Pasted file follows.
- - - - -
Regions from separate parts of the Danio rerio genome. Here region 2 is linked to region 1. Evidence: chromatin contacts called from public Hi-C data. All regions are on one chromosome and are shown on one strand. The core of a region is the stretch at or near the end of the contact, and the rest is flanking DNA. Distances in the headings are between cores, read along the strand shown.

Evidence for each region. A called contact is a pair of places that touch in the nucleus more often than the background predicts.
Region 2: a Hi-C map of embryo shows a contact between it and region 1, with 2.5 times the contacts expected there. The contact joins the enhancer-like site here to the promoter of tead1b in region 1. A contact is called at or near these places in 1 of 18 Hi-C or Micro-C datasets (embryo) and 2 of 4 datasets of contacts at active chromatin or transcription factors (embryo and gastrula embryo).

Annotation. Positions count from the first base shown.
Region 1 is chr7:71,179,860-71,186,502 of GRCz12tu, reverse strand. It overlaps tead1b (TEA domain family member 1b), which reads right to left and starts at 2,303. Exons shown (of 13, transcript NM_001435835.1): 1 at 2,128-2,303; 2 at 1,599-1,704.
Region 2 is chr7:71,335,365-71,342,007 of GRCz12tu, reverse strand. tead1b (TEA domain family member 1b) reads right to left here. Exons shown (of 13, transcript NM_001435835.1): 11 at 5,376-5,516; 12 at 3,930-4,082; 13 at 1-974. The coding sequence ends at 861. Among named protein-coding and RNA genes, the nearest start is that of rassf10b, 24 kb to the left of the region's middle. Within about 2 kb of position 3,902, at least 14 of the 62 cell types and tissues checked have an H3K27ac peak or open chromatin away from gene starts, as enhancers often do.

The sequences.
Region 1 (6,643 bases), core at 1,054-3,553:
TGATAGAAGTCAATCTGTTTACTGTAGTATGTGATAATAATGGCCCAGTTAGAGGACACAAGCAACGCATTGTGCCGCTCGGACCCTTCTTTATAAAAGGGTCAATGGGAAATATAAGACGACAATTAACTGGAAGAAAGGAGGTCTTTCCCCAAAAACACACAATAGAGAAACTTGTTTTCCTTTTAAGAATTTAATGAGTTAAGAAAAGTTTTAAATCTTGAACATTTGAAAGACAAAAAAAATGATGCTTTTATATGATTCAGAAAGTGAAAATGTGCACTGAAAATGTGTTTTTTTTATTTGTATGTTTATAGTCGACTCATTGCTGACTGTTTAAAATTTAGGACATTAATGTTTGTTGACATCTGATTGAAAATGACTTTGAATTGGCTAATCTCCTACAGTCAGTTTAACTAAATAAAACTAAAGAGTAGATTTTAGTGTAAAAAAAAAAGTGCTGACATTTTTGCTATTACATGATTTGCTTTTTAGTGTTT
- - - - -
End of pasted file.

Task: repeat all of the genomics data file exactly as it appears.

Regions from separate parts of the Danio rerio genome. Here region 2 is linked to region 1. Evidence: chromatin contacts called from public Hi-C data. All regions are on one chromosome and are shown on one strand. The core of a region is the stretch at or near the end of the contact, and the rest is flanking DNA. Distances in the headings are between cores, read along the strand shown.

Evidence for each region. A called contact is a pair of places that touch in the nucleus more often than the background predicts.
Region 2: a Hi-C map of embryo shows a contact between it and region 1, with 2.5 times the contacts expected there. The contact joins the enhancer-like site here to the promoter of tead1b in region 1. A contact is called at or near these places in 1 of 18 Hi-C or Micro-C datasets (embryo) and 2 of 4 datasets of contacts at active chromatin or transcription factors (embryo and gastrula embryo).

Annotation. Positions count from the first base shown.
Region 1 is chr7:71,179,860-71,186,502 of GRCz12tu, reverse strand. It overlaps tead1b (TEA domain family member 1b), which reads right to left and starts at 2,303. Exons shown (of 13, transcript NM_001435835.1): 1 at 2,128-2,303; 2 at 1,599-1,704.
Region 2 is chr7:71,335,365-71,342,007 of GRCz12tu, reverse strand. tead1b (TEA domain family member 1b) reads right to left here. Exons shown (of 13, transcript NM_001435835.1): 11 at 5,376-5,516; 12 at 3,930-4,082; 13 at 1-974. The coding sequence ends at 861. Among named protein-coding and RNA genes, the nearest start is that of rassf10b, 24 kb to the left of the region's middle. Within about 2 kb of position 3,902, at least 14 of the 62 cell types and tissues checked have an H3K27ac peak or open chromatin away from gene starts, as enhancers often do.

The sequences.
Region 1 (6,643 bases), core at 1,054-3,553:
TGATAGAAGTCAATCTGTTTACTGTAGTATGTGATAATAATGGCCCAGTTAGAGGACACAAGCAACGCATTGTGCCGCTCGGACCCTTCTTTATAAAAGGGTCAATGGGAAATATAAGACGACAATTAACTGGAAGAAAGGAGGTCTTTCCCCAAAAACACACAATAGAGAAACTTGTTTTCCTTTTAAGAATTTAATGAGTTAAGAAAAGTTTTAAATCTTGAACATTTGAAAGACAAAAAAAATGATGCTTTTATATGATTCAGAAAGTGAAAATGTGCACTGAAAATGTGTTTTTTTTATTTGTATGTTTATAGTCGACTCATTGCTGACTGTTTAAAATTTAGGACATTAATGTTTGTTGACATCTGATTGAAAATGACTTTGAATTGGCTAATCTCCTACAGTCAGTTTAACTAAATAAAACTAAAGAGTAGATTTTAGTGTAAAAAAAAAAGTGCTGACATTTTTGCTATTACATGATTTGCTTTTTAGTGTTT